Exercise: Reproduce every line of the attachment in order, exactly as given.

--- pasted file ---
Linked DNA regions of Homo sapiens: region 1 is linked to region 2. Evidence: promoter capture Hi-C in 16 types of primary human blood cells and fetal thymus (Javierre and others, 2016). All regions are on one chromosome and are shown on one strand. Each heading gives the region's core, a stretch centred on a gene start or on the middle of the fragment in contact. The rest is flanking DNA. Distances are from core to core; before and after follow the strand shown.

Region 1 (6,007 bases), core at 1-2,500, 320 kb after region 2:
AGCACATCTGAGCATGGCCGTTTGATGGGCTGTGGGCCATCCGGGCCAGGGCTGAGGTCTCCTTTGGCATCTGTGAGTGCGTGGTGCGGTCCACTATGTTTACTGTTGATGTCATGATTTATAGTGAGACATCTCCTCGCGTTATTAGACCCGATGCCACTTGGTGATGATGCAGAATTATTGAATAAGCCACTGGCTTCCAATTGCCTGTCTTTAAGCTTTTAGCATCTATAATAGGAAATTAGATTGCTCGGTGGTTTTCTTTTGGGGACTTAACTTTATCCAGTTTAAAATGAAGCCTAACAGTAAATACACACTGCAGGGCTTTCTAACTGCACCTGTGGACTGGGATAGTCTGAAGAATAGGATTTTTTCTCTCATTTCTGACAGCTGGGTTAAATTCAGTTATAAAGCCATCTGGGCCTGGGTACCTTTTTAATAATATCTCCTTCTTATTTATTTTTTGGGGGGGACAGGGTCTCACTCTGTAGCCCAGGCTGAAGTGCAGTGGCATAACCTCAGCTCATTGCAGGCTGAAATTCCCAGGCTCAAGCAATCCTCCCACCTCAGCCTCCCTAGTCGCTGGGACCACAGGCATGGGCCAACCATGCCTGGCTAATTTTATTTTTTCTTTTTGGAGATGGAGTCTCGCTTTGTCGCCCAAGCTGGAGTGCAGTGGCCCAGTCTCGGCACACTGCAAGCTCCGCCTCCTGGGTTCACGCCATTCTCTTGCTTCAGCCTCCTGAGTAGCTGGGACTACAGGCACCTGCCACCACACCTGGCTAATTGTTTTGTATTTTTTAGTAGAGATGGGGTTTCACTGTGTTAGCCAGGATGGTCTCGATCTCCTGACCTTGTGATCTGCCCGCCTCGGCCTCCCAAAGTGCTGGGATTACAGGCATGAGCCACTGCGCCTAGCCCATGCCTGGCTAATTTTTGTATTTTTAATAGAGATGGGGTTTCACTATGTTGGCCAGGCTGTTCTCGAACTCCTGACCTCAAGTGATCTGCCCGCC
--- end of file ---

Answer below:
Linked DNA regions of Homo sapiens: region 1 is linked to region 2. Evidence: promoter capture Hi-C in 16 types of primary human blood cells and fetal thymus (Javierre and others, 2016). All regions are on one chromosome and are shown on one strand. Each heading gives the region's core, a stretch centred on a gene start or on the middle of the fragment in contact. The rest is flanking DNA. Distances are from core to core; before and after follow the strand shown.

Region 1 (6,007 bases), core at 1-2,500, 320 kb after region 2:
AGCACATCTGAGCATGGCCGTTTGATGGGCTGTGGGCCATCCGGGCCAGGGCTGAGGTCTCCTTTGGCATCTGTGAGTGCGTGGTGCGGTCCACTATGTTTACTGTTGATGTCATGATTTATAGTGAGACATCTCCTCGCGTTATTAGACCCGATGCCACTTGGTGATGATGCAGAATTATTGAATAAGCCACTGGCTTCCAATTGCCTGTCTTTAAGCTTTTAGCATCTATAATAGGAAATTAGATTGCTCGGTGGTTTTCTTTTGGGGACTTAACTTTATCCAGTTTAAAATGAAGCCTAACAGTAAATACACACTGCAGGGCTTTCTAACTGCACCTGTGGACTGGGATAGTCTGAAGAATAGGATTTTTTCTCTCATTTCTGACAGCTGGGTTAAATTCAGTTATAAAGCCATCTGGGCCTGGGTACCTTTTTAATAATATCTCCTTCTTATTTATTTTTTGGGGGGGACAGGGTCTCACTCTGTAGCCCAGGCTGAAGTGCAGTGGCATAACCTCAGCTCATTGCAGGCTGAAATTCCCAGGCTCAAGCAATCCTCCCACCTCAGCCTCCCTAGTCGCTGGGACCACAGGCATGGGCCAACCATGCCTGGCTAATTTTATTTTTTCTTTTTGGAGATGGAGTCTCGCTTTGTCGCCCAAGCTGGAGTGCAGTGGCCCAGTCTCGGCACACTGCAAGCTCCGCCTCCTGGGTTCACGCCATTCTCTTGCTTCAGCCTCCTGAGTAGCTGGGACTACAGGCACCTGCCACCACACCTGGCTAATTGTTTTGTATTTTTTAGTAGAGATGGGGTTTCACTGTGTTAGCCAGGATGGTCTCGATCTCCTGACCTTGTGATCTGCCCGCCTCGGCCTCCCAAAGTGCTGGGATTACAGGCATGAGCCACTGCGCCTAGCCCATGCCTGGCTAATTTTTGTATTTTTAATAGAGATGGGGTTTCACTATGTTGGCCAGGCTGTTCTCGAACTCCTGACCTCAAGTGATCTGCCCGCC